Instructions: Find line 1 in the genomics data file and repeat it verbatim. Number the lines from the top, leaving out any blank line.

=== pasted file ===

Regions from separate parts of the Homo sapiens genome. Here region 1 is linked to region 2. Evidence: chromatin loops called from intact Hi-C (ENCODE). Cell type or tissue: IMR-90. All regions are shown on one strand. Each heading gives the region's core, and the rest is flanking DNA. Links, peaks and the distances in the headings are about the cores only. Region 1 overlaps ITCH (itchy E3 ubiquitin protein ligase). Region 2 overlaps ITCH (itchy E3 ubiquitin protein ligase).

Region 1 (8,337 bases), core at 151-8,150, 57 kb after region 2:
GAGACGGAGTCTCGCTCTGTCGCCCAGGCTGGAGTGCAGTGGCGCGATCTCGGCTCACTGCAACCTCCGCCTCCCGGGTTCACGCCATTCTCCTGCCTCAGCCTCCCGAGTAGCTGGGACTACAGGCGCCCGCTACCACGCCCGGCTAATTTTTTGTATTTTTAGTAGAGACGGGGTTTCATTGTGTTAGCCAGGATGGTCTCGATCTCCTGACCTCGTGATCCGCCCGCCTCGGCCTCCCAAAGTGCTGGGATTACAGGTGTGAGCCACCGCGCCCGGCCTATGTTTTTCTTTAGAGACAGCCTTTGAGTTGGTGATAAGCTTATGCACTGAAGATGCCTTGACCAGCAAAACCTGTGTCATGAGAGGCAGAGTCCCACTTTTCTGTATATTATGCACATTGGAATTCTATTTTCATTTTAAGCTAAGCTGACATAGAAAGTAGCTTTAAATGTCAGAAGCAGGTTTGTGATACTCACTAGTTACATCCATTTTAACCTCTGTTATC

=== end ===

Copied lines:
Regions from separate parts of the Homo sapiens genome. Here region 1 is linked to region 2. Evidence: chromatin loops called from intact Hi-C (ENCODE). Cell type or tissue: IMR-90. All regions are shown on one strand. Each heading gives the region's core, and the rest is flanking DNA. Links, peaks and the distances in the headings are about the cores only. Region 1 overlaps ITCH (itchy E3 ubiquitin protein ligase). Region 2 overlaps ITCH (itchy E3 ubiquitin protein ligase).